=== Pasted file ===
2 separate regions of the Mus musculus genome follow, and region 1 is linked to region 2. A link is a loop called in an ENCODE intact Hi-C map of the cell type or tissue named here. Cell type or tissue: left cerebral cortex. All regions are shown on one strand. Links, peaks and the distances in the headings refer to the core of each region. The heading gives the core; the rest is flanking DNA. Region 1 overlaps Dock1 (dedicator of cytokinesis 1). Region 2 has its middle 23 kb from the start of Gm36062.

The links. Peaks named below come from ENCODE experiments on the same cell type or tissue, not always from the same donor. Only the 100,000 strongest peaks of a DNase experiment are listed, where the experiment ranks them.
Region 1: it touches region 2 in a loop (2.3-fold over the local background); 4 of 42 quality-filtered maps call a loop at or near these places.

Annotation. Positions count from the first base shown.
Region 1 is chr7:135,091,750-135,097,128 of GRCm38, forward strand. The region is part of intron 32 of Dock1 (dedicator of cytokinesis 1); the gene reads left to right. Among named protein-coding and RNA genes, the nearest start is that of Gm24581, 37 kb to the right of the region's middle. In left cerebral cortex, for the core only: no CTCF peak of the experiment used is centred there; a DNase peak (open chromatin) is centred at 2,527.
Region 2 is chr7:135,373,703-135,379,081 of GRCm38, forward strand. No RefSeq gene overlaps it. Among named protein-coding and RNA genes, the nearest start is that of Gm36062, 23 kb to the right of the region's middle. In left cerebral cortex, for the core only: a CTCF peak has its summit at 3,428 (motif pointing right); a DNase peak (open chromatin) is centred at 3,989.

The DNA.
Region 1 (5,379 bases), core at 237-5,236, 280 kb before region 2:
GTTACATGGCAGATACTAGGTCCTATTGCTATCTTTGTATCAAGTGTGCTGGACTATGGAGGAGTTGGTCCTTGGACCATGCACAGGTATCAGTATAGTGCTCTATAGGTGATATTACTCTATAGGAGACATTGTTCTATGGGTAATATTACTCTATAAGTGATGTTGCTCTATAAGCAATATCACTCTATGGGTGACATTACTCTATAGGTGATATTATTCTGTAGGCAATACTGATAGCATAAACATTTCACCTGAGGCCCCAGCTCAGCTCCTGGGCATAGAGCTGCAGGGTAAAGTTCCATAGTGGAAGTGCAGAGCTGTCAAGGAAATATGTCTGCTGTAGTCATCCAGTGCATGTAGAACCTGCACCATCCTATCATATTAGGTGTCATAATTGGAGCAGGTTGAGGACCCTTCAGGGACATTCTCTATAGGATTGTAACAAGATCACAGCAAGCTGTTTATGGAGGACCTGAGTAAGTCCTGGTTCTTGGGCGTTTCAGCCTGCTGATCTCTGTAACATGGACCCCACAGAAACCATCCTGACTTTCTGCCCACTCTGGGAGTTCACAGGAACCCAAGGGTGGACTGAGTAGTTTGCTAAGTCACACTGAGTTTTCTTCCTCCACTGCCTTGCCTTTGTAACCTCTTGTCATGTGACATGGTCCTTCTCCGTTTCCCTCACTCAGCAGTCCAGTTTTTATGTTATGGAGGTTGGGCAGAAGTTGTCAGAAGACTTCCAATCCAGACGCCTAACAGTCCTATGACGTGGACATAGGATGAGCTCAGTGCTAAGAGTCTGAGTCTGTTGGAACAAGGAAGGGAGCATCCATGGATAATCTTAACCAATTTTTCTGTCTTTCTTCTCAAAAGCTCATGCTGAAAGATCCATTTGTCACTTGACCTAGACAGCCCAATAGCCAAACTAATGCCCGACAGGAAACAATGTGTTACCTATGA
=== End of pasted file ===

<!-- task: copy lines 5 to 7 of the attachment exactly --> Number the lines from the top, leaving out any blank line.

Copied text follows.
Region 1 is chr7:135,091,750-135,097,128 of GRCm38, forward strand. The region is part of intron 32 of Dock1 (dedicator of cytokinesis 1); the gene reads left to right. Among named protein-coding and RNA genes, the nearest start is that of Gm24581, 37 kb to the right of the region's middle. In left cerebral cortex, for the core only: no CTCF peak of the experiment used is centred there; a DNase peak (open chromatin) is centred at 2,527.
Region 2 is chr7:135,373,703-135,379,081 of GRCm38, forward strand. No RefSeq gene overlaps it. Among named protein-coding and RNA genes, the nearest start is that of Gm36062, 23 kb to the right of the region's middle. In left cerebral cortex, for the core only: a CTCF peak has its summit at 3,428 (motif pointing right); a DNase peak (open chromatin) is centred at 3,989.

The DNA.